Some of the Ahmici perpetrators—who shot the men and herded the women and children into basements before setting them on fire—were also given light sentences. As for the camps, many of the rapists and the commanders were never even indicted.

Jasmin Mujanovic, a Bosnian-born political scientist, believes since the ICTY and other tribunals were insufficient platforms for establishing full historical records of atrocities, “it remains for scholars and activists to clarify the true scope of the period and the crimes committed.” As with other efforts to memorialize atrocities, he said, accounting for the Bosnian tragedy will ultimately have to move beyond a purely legal framework.

The terrible truth is decades after the Bosnian War, the world has become too accustomed to war crimes. The international community was nonchalant in 2013 when Syrian President Bashar al-Assad crossed then-U.S. President Barack Obama’s “red line” and gassed his own people. The bombing of hospitals in Aleppo, Syria, by Russia and Yemen’s Saudi-led coalition; the siege and starvation in Ghouta, Syria, by Assad’s troops; the rape of Rohingya women by Myanmar military and security forces—all were basically shelved as tragedies, with no effort ever attempted to bring justice to the victims.

Judah is, in many ways, correct. The 1990s’ attempts to bring mass murderers to justice and find new ways to prevent genocide have faded. The “humanitarian intervention” debate set off by the Bosnian War and Rwandan genocide ultimately produced the principle of “responsibility to protect,” which was finally adopted by the United Nations under then-U.N. Secretary-General Kofi Annan in 2005. But that principle was flawed from the start and never fully implemented.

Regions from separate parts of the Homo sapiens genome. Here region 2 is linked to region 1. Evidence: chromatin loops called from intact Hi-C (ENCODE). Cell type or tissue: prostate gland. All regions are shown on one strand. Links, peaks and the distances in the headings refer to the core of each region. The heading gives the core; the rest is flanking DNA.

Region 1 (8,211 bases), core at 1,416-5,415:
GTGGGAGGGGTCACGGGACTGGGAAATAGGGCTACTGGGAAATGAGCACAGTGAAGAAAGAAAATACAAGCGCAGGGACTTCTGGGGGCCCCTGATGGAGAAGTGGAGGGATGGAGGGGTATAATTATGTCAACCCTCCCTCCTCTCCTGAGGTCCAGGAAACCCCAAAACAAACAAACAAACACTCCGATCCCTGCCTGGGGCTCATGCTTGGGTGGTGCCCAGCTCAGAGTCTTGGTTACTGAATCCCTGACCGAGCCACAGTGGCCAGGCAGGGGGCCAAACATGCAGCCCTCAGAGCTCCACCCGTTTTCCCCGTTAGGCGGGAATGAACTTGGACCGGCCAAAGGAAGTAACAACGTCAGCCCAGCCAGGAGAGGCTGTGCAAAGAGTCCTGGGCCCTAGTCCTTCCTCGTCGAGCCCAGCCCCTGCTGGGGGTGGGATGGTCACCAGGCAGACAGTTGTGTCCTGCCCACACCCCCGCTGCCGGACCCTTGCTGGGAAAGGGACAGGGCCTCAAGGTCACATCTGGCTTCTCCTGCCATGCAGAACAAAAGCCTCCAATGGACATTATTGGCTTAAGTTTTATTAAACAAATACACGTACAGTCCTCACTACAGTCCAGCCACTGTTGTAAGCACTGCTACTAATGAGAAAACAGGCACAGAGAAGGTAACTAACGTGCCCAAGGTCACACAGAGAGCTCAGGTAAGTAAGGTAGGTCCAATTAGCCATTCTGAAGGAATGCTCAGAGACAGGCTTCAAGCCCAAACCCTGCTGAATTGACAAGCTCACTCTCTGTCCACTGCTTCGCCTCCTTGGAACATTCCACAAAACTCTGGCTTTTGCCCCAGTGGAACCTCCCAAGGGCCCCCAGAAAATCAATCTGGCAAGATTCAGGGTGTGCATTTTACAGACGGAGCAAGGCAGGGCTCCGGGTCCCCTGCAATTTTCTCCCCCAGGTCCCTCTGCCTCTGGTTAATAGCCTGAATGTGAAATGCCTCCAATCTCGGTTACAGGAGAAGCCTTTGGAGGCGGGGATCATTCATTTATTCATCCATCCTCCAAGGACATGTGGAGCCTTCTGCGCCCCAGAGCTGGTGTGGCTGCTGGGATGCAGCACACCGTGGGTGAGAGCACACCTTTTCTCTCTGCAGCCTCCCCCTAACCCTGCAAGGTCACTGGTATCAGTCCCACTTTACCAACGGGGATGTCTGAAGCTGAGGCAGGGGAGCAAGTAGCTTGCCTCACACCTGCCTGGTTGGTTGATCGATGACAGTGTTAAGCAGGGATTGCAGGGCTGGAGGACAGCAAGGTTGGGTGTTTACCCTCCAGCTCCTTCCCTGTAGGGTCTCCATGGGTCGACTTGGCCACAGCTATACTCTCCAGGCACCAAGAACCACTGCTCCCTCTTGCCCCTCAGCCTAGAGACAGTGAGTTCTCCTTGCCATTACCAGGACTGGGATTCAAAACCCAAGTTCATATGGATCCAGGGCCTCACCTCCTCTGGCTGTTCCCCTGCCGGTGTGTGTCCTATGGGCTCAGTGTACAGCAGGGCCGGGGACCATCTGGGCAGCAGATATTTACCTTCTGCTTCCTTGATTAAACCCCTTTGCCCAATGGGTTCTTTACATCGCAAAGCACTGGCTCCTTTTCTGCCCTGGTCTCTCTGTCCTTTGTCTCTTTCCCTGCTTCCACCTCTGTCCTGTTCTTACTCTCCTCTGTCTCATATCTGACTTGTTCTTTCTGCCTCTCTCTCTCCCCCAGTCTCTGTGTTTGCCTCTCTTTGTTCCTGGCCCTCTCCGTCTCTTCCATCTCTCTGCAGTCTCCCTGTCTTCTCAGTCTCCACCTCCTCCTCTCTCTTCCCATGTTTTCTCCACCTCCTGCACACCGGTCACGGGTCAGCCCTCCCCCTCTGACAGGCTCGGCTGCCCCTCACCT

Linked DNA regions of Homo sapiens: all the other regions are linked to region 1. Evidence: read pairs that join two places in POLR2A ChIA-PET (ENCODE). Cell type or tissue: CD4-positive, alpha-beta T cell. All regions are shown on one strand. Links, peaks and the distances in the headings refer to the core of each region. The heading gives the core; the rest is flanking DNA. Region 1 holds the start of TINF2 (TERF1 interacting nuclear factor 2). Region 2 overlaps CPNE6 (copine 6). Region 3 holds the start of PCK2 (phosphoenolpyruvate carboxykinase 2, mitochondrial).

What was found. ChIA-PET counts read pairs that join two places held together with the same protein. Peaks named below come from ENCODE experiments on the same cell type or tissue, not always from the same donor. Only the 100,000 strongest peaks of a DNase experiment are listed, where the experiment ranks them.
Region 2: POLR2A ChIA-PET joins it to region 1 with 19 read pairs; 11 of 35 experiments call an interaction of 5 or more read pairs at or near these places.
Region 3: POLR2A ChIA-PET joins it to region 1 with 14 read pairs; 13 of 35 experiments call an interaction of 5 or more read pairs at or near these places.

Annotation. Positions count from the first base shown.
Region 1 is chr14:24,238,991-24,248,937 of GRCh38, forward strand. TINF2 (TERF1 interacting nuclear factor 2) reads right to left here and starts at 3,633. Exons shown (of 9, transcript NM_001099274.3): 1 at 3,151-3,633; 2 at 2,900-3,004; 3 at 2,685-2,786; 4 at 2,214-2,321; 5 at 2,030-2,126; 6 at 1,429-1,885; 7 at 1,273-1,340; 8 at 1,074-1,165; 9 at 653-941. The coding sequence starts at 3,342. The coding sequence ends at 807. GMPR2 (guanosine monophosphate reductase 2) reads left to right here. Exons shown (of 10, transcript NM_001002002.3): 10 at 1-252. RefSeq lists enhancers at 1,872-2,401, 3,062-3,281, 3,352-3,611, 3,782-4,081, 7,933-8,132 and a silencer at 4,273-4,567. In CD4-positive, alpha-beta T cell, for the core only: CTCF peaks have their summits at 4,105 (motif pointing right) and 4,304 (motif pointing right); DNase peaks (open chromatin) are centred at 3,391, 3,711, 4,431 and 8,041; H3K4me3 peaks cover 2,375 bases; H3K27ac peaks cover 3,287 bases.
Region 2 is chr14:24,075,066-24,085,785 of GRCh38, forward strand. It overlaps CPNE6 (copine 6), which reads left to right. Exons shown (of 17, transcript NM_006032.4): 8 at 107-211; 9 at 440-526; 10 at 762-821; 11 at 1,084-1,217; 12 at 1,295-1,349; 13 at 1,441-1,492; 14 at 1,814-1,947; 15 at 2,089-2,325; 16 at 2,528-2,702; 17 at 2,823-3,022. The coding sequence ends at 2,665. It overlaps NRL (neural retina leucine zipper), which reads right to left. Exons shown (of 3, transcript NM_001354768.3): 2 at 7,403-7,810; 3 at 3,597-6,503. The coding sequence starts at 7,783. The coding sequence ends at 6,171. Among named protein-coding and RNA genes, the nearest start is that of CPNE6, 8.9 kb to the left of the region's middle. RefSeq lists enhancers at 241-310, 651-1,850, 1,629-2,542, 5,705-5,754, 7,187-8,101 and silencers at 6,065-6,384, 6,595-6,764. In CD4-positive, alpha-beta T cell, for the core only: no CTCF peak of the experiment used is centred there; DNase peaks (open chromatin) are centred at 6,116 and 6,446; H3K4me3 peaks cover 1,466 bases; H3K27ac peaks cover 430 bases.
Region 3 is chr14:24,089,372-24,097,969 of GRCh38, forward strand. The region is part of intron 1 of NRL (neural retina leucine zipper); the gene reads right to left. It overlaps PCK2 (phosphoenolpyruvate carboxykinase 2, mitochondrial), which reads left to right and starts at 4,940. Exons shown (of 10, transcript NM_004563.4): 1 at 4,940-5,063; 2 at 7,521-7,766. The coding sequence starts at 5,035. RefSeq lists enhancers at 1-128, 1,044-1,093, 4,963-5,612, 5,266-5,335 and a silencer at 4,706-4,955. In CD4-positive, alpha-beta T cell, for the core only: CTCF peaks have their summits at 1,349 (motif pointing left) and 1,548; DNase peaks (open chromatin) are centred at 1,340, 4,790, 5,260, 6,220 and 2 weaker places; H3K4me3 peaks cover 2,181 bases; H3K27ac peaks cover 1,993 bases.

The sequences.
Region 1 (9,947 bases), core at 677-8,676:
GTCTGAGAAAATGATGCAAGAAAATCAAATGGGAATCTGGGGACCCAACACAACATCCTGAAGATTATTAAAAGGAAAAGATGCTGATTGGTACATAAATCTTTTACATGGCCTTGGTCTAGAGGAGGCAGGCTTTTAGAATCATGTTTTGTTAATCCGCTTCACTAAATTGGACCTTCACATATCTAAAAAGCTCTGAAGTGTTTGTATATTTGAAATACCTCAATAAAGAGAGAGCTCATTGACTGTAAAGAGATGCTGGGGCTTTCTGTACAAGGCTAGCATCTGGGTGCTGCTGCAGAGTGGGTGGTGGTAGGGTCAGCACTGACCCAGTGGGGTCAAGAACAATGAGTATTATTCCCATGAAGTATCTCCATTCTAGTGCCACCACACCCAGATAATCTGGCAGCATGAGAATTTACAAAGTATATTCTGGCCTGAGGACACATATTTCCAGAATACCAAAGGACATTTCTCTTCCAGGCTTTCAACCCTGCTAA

It might be hard to bring back the kind of passion for justice global decision-makers and opinion leaders had following the terrible genocides in Bosnia and Rwanda. But the gruesome legacies of these crimes should serve as powerful reminders of what can happen on our watch—and why we have the responsibility to speak up, continue to try perpetrators, and to educate about genocides. It must never happen again.

Correction, July 20, 2021: A previous version of this article misstated the judicial status of ICTY cases in 2017 and the start date of the Simatovic-Stanisic trial.

Janine di Giovanni is a columnist at Foreign Policy, a senior fellow at Yale University’s Jackson Institute for Global Affairs, the winner of multiple journalism awards, and the author of The Vanishing: Faith, Loss, and the Twilight of Christianity in the Land of the Prophets, to be published in October. Twitter: @janinedigi